This article details the reorganization of China's national leadership training system, and analyses the reforms as an integral element of the Chinese Communist Party's efforts to adapt institutionally to a rapidly changing environment. Three main findings are presented. First, the national leadership training system is being remade under the direction of the Party's Central Organization Department to give greater emphasis to the “spirit of reform and innovation,” as seen especially in the creation of the China Executive Leadership Academy in Pudong, Shanghai, and in the formation of sister academies in Jinggangshan and Yan'an. Second, China's political elite have given greater priority to leadership innovation, although they are trying to balance this with ensuring that sufficient attention and resources are also given to preserving the ruling status of the CCP. Third, by establishing the new group of training academies under the COD, the Party is diversifying beyond the Party School system for leadership research and training. The article suggests that the guiding logic behind these reforms is to promote enough innovation in managerial training and research to enable the Party to meet the changing governance requirements of the market transition and economic globalization, while at the same time putting in place institutional measures that help to preserve the Party's rule.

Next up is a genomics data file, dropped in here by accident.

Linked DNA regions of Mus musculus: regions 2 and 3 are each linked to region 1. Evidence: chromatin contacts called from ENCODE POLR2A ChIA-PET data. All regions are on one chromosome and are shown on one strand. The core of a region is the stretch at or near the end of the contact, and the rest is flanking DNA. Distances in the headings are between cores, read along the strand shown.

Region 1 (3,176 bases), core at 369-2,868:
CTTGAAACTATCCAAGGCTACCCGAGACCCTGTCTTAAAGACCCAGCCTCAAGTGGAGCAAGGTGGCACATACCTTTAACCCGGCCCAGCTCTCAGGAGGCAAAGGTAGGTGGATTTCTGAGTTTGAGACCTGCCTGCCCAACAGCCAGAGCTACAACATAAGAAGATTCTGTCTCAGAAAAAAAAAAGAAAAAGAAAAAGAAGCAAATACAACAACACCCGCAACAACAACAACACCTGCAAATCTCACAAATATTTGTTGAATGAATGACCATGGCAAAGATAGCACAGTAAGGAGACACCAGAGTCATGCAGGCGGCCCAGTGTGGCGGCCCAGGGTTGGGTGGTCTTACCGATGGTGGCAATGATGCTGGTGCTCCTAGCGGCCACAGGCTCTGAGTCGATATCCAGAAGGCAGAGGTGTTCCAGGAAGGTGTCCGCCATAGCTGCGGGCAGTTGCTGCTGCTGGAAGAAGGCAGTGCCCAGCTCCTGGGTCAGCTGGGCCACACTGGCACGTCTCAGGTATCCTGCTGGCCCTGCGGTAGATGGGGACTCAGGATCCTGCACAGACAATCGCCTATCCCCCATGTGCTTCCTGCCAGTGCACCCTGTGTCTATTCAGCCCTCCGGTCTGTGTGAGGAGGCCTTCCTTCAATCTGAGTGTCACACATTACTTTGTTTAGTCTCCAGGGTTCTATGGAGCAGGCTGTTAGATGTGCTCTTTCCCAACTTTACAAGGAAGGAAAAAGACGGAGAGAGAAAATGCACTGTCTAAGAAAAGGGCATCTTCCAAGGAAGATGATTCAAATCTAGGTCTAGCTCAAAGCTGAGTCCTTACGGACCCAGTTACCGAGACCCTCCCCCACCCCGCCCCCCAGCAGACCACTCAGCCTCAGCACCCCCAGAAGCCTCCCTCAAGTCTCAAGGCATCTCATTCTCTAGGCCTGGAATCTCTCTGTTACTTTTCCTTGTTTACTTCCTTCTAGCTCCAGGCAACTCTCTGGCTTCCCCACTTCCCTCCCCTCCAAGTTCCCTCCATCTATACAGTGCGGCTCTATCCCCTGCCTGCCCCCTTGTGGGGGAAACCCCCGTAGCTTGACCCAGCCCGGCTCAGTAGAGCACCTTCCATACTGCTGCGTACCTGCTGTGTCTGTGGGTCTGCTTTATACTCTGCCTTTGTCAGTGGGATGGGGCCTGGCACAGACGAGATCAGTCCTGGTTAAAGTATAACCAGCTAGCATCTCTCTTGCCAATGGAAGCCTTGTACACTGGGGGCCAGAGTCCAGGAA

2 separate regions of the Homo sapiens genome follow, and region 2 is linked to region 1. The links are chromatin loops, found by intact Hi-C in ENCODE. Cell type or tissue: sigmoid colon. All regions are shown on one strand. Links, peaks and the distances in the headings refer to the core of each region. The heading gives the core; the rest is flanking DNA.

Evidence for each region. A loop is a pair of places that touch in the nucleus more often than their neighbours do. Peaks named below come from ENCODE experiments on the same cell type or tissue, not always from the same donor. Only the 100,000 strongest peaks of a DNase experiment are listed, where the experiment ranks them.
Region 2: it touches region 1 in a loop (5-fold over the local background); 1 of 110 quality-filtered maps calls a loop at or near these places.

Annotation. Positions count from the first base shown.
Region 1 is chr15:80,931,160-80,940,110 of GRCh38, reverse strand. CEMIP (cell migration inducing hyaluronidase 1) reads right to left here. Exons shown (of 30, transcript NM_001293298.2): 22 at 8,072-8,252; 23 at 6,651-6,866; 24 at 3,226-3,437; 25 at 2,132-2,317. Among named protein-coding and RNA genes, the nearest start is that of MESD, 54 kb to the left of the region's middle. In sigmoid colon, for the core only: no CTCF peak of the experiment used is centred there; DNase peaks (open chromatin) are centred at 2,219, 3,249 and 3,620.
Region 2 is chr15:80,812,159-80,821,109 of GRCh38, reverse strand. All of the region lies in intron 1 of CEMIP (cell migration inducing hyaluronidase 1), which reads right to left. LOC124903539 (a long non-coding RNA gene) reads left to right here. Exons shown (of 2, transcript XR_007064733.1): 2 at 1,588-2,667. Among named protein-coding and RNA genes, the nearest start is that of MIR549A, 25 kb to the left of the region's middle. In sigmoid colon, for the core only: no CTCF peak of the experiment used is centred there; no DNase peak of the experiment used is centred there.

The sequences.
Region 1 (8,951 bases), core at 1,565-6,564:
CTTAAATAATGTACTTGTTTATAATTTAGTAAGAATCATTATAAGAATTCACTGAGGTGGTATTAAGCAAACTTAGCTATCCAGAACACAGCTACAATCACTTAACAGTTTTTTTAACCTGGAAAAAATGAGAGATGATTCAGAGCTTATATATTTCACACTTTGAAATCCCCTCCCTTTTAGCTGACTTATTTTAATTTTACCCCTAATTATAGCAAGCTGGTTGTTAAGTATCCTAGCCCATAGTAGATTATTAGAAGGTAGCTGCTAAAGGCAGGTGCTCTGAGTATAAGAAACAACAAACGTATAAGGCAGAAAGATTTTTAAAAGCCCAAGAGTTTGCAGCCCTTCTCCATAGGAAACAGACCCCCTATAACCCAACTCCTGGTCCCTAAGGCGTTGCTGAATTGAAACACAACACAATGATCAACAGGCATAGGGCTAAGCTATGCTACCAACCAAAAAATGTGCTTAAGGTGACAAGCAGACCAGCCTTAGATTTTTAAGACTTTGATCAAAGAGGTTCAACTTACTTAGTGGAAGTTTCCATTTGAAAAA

Email your librarian or administrator to recommend adding this journal to your organisation's collection.
* Views captured on Cambridge Core between September 2016 - 22nd June 2017. This data will be updated every 24 hours.